The town, which added 1,000 residents between 2010 and 2016, could see a tax rate increase of 10.5 percent that is largely tied to the cost of serving new students and a decrease in state funding.
Letter: Squatters’ garbage ruins pleasant trail
Morning Sentinel - Tuesday, April 24, 2018 

For years after it ceased to be the Oxbow Nature Reserve, the little wood behind the Lutheran Church on Cool Street in Waterville, used to offer a pleasant 20- or 30-minute walk where the dogs could even have a swim. Well, it isn’t a very pleasant spot now. Last summer the squatters moved in. Now the whole area is strewn with shopping carts, broken furniture, torn clothes and tents, and an entire summer’s worth of trash and garbage. Holes were dug in the paths for fire pits, branches were torn off trees and either burned or left where they fell. Why are these people allowed to move onto land that isn’t even theirs and so ruin it that nobody can ever again get any enjoyment from it? ~ John Wells, Oakland
More than 20 wildfires break out across Maine
Portland Press Herald - Monday, April 23, 2018 

More than 20 wildfires broke out across Maine on Monday, with some threatening homes and others causing damage to buildings. The Maine Forest Service had responded so far this year to more than 80 wildfires, which had burned close to 70 acres. History has proved that April and May tend to be the months when most wildfires occur.
LePage will allow highway signs for Katahdin monument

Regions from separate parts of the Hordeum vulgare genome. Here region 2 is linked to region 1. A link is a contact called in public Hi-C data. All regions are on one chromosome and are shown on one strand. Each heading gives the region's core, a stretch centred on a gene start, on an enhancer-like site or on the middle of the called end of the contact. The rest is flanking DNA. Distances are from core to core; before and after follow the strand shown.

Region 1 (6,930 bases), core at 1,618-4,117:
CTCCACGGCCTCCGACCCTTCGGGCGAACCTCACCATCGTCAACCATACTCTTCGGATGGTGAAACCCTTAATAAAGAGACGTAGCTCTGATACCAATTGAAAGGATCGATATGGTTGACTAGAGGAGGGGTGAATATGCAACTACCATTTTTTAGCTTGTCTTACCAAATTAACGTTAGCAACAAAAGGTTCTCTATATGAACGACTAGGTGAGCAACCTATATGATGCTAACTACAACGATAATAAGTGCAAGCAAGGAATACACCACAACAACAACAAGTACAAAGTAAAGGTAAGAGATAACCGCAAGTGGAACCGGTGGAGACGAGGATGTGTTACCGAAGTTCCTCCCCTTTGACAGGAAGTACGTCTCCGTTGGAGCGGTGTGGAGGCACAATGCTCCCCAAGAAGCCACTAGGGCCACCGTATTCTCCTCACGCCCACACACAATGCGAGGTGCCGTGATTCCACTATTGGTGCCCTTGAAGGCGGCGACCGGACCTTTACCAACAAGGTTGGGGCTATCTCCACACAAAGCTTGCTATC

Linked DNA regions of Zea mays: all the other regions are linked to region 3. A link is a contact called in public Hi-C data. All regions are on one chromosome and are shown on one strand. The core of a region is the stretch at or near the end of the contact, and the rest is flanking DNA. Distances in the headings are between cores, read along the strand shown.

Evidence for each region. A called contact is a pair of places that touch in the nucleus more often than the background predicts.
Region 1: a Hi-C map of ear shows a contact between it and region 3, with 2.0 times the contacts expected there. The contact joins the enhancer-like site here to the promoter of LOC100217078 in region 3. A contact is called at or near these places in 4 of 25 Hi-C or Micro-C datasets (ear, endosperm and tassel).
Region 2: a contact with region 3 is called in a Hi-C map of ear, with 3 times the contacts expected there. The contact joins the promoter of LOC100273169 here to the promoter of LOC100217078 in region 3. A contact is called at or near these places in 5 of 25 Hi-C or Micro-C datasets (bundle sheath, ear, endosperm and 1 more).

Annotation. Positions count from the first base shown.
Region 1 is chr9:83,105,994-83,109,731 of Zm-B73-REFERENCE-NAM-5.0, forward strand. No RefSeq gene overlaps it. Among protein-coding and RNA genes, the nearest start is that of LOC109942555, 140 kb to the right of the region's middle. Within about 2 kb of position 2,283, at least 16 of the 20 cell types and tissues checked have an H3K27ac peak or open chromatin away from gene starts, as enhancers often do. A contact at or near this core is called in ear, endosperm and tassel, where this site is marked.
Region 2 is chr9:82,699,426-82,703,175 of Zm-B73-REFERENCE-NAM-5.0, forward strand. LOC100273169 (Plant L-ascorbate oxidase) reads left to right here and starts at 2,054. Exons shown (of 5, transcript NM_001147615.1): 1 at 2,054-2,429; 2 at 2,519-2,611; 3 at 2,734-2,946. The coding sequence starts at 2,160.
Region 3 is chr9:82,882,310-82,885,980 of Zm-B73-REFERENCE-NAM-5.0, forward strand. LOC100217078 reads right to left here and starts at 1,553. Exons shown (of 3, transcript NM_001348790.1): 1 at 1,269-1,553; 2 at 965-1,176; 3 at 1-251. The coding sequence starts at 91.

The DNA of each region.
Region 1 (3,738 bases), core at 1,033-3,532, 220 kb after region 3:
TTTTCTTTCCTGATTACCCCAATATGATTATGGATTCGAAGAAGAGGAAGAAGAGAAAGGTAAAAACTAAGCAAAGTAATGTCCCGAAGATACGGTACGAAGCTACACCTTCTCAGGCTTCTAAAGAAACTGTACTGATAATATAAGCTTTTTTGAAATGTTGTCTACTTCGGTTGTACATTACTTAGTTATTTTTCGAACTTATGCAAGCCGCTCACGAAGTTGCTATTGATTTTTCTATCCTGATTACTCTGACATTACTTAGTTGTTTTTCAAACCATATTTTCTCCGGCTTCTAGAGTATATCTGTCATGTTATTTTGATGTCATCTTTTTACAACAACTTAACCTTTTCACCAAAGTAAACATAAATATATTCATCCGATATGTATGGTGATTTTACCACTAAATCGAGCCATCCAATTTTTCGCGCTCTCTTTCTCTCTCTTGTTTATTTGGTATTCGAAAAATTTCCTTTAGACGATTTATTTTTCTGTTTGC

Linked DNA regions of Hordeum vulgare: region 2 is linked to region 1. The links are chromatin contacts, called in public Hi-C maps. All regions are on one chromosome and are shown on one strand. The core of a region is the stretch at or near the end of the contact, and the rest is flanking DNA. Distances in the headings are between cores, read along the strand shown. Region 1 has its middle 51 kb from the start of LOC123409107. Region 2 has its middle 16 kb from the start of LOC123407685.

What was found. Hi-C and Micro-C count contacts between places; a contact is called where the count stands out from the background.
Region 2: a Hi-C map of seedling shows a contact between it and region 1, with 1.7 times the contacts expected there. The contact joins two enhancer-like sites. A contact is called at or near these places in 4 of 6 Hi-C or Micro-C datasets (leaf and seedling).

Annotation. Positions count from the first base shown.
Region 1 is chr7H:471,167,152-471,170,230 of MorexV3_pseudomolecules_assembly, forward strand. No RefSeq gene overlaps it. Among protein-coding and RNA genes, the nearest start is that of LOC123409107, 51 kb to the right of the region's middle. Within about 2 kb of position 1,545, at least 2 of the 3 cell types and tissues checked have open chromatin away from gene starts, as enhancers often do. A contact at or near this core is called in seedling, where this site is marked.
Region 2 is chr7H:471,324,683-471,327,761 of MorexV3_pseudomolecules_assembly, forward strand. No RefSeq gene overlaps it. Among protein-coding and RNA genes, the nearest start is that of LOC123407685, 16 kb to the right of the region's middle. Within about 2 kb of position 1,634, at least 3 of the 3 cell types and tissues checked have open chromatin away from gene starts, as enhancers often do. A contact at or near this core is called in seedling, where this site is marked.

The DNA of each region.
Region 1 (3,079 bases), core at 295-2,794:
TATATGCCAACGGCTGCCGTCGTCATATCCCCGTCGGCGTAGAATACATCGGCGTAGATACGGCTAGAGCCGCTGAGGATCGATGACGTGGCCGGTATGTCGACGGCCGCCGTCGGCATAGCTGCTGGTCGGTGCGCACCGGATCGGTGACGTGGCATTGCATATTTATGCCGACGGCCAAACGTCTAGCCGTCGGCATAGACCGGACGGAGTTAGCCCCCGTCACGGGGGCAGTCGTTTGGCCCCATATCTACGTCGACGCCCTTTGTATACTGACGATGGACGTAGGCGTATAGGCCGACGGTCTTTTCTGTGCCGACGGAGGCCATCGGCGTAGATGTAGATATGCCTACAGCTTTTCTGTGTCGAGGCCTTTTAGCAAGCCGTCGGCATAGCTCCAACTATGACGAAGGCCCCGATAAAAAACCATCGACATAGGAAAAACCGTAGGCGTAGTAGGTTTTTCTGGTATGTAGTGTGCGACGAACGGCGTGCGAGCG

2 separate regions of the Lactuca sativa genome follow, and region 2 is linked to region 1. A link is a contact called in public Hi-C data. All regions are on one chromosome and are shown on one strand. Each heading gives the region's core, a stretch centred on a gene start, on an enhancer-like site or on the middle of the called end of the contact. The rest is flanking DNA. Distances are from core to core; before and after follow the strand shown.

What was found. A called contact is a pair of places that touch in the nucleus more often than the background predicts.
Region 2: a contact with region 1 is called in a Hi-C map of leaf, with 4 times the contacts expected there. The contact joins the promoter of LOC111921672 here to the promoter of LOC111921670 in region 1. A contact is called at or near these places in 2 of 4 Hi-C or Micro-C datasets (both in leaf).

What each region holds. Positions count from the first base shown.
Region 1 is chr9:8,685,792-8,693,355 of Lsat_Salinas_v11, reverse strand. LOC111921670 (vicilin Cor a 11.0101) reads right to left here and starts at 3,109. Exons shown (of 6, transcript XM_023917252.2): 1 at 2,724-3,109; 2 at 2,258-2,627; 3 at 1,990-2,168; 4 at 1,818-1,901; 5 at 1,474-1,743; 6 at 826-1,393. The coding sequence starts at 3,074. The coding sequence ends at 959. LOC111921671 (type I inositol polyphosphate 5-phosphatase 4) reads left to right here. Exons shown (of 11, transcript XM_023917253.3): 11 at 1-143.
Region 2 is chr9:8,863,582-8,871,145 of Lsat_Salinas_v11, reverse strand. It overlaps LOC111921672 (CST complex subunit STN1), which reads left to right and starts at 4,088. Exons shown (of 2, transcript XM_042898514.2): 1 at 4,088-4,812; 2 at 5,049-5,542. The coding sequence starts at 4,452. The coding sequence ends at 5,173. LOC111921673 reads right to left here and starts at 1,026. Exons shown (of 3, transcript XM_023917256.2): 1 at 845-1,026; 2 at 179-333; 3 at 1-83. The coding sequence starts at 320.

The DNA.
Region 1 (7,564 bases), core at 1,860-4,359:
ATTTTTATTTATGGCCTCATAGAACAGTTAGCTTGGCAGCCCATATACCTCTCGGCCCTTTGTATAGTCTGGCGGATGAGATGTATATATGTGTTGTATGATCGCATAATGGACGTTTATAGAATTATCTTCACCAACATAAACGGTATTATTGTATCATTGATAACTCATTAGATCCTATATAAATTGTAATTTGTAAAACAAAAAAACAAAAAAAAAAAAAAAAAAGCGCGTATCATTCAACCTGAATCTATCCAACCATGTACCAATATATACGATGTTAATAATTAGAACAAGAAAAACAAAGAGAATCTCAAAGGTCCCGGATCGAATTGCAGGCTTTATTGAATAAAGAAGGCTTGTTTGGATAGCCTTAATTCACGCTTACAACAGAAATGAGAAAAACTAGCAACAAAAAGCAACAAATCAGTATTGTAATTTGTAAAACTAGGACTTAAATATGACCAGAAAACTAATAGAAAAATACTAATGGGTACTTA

Bangor Daily News - Monday, April 23, 2018 

Gov. Paul LePage has lifted his ban of road signs along state roads showing the way to Maine’s national monument. LePage spokeswoman Julie Rabinowitz said the Maine Department of Transportation “is working with U.S. Department of Interior officials to expedite the production and installation of the KWWNM signs."
18 Months After Its Creation, National Monument In Northern Maine To Get Road Signs
Maine Public - Monday, April 23, 2018 

It has been 18 months since former President Barack Obama designated the Katahdin Woods and Waters National Monument in northern Maine — but there are still no road signs to direct interested visitors where to go or how to get there. Republican Gov. Paul LePage made headlines last year when he forbade the placement of signs pending the outcome of a review by the Interior Department. That review was completed months ago, and the signs are expected to be erected soon.
CEI wins $300,000 grant to study scallop farming
Associated Press - Monday, April 23, 2018 

The Foundation for Food and Agriculture Research, a nonprofit corporation established by the 2014 Farm Bill, has awarded Hugh Cowperthwaite of Coastal Enterprises Inc. a $300,000 matching research grant to investigate the economic viability of a Japanese scallop production technique that has been shown to grow scallops faster and produce larger meat yields.